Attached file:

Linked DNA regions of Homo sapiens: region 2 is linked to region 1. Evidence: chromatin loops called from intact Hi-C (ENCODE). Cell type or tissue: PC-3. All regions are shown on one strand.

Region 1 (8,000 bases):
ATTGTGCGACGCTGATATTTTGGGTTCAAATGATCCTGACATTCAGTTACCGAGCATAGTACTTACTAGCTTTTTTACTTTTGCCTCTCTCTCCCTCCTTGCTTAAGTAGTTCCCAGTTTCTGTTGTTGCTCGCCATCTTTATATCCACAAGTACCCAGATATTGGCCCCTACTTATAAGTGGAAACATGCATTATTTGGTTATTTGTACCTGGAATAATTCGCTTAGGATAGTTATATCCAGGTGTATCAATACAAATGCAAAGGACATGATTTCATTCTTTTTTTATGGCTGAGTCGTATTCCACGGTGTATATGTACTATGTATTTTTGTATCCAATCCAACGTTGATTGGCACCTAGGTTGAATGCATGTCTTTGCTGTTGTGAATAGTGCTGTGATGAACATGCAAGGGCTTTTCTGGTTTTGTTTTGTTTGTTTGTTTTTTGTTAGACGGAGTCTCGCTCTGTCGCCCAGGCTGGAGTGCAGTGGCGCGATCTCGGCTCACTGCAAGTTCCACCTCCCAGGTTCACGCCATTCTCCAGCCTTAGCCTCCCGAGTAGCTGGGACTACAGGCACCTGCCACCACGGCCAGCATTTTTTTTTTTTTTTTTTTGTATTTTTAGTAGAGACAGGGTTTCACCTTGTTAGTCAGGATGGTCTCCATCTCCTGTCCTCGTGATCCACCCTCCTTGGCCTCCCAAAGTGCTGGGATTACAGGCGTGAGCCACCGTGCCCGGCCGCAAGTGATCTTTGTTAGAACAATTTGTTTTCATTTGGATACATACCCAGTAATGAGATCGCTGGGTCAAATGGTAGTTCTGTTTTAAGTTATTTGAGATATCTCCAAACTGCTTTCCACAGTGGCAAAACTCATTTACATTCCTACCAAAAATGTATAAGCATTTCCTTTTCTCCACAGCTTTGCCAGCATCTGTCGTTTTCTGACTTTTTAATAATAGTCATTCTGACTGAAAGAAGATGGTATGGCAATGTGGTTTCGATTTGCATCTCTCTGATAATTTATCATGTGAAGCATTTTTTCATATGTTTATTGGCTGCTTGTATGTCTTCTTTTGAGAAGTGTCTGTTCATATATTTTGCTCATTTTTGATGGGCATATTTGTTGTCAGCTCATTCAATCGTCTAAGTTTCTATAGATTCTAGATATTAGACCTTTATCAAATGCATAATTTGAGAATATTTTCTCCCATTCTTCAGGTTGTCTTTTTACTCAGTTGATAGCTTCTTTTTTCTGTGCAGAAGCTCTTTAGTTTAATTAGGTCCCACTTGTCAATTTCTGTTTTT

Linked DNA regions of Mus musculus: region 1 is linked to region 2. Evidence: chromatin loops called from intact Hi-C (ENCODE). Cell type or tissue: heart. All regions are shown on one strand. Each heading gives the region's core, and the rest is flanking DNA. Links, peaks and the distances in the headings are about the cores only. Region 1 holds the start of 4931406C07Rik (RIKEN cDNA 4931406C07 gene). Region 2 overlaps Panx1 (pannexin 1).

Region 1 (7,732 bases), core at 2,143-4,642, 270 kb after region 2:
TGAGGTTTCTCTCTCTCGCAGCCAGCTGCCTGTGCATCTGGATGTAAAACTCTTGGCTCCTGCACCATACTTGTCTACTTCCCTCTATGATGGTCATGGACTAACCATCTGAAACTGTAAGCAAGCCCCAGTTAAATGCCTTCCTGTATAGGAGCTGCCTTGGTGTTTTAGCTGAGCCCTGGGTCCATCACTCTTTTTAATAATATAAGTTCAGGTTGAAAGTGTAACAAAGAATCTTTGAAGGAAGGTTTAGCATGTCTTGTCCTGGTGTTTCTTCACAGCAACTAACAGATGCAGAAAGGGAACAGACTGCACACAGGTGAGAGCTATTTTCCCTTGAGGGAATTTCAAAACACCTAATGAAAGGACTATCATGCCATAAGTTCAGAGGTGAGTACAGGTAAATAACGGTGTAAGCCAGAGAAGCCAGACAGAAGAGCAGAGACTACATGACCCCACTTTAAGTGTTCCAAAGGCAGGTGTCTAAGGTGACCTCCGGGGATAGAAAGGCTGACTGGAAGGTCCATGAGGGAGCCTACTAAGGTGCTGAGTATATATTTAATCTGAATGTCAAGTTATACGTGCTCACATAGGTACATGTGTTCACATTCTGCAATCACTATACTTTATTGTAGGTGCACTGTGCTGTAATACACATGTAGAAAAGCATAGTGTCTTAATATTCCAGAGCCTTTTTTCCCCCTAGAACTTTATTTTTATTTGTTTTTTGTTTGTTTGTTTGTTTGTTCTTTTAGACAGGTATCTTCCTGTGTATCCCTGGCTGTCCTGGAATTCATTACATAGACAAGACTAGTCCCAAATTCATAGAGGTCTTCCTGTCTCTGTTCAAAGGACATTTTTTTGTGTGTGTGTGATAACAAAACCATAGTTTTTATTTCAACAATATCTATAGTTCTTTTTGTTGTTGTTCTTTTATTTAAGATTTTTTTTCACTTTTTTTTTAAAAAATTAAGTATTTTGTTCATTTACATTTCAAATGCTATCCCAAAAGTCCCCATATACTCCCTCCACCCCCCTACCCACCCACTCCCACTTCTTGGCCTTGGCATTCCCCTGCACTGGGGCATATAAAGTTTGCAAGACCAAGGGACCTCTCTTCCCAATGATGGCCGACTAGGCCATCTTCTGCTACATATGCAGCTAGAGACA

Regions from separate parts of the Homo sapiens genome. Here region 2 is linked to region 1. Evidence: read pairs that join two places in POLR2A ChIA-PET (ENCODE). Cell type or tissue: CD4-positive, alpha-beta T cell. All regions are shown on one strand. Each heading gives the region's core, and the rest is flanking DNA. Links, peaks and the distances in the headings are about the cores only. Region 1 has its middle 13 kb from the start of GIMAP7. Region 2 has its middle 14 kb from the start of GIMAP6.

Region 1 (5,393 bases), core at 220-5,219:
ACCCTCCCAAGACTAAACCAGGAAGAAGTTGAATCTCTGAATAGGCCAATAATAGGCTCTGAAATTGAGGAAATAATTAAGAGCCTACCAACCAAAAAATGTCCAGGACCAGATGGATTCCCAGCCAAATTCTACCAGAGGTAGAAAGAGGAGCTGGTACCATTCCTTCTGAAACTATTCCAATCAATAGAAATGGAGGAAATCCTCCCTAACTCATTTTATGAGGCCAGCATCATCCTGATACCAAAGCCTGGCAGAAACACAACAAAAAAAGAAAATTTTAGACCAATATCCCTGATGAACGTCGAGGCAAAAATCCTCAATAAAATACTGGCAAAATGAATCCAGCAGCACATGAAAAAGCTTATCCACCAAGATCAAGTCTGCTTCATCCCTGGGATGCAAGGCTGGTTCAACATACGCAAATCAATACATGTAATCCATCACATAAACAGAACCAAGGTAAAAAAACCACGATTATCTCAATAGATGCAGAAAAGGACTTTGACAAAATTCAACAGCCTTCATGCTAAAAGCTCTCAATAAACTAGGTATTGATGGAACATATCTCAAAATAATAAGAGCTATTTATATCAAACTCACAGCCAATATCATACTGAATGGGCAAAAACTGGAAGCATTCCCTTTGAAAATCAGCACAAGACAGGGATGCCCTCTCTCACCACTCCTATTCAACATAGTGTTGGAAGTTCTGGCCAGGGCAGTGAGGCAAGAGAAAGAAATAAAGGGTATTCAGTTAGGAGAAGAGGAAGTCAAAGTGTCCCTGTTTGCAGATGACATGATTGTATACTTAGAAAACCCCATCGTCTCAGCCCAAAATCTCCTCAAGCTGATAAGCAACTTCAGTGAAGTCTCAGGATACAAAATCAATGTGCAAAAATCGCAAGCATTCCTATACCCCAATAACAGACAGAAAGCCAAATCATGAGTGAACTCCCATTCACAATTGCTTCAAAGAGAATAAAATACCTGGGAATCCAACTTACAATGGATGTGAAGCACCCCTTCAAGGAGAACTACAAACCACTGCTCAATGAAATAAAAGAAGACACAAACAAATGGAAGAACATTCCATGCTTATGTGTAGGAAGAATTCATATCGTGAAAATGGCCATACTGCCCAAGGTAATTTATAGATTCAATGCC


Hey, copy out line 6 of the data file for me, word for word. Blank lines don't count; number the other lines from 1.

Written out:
TGAGGTTTCTCTCTCTCGCAGCCAGCTGCCTGTGCATCTGGATGTAAAACTCTTGGCTCCTGCACCATACTTGTCTACTTCCCTCTATGATGGTCATGGACTAACCATCTGAAACTGTAAGCAAGCCCCAGTTAAATGCCTTCCTGTATAGGAGCTGCCTTGGTGTTTTAGCTGAGCCCTGGGTCCATCACTCTTTTTAATAATATAAGTTCAGGTTGAAAGTGTAACAAAGAATCTTTGAAGGAAGGTTTAGCATGTCTTGTCCTGGTGTTTCTTCACAGCAACTAACAGATGCAGAAAGGGAACAGACTGCACACAGGTGAGAGCTATTTTCCCTTGAGGGAATTTCAAAACACCTAATGAAAGGACTATCATGCCATAAGTTCAGAGGTGAGTACAGGTAAATAACGGTGTAAGCCAGAGAAGCCAGACAGAAGAGCAGAGACTACATGACCCCACTTTAAGTGTTCCAAAGGCAGGTGTCTAAGGTGACCTCCGGGGATAGAAAGGCTGACTGGAAGGTCCATGAGGGAGCCTACTAAGGTGCTGAGTATATATTTAATCTGAATGTCAAGTTATACGTGCTCACATAGGTACATGTGTTCACATTCTGCAATCACTATACTTTATTGTAGGTGCACTGTGCTGTAATACACATGTAGAAAAGCATAGTGTCTTAATATTCCAGAGCCTTTTTTCCCCCTAGAACTTTATTTTTATTTGTTTTTTGTTTGTTTGTTTGTTTGTTCTTTTAGACAGGTATCTTCCTGTGTATCCCTGGCTGTCCTGGAATTCATTACATAGACAAGACTAGTCCCAAATTCATAGAGGTCTTCCTGTCTCTGTTCAAAGGACATTTTTTTGTGTGTGTGTGATAACAAAACCATAGTTTTTATTTCAACAATATCTATAGTTCTTTTTGTTGTTGTTCTTTTATTTAAGATTTTTTTTCACTTTTTTTTTAAAAAATTAAGTATTTTGTTCATTTACATTTCAAATGCTATCCCAAAAGTCCCCATATACTCCCTCCACCCCCCTACCCACCCACTCCCACTTCTTGGCCTTGGCATTCCCCTGCACTGGGGCATATAAAGTTTGCAAGACCAAGGGACCTCTCTTCCCAATGATGGCCGACTAGGCCATCTTCTGCTACATATGCAGCTAGAGACA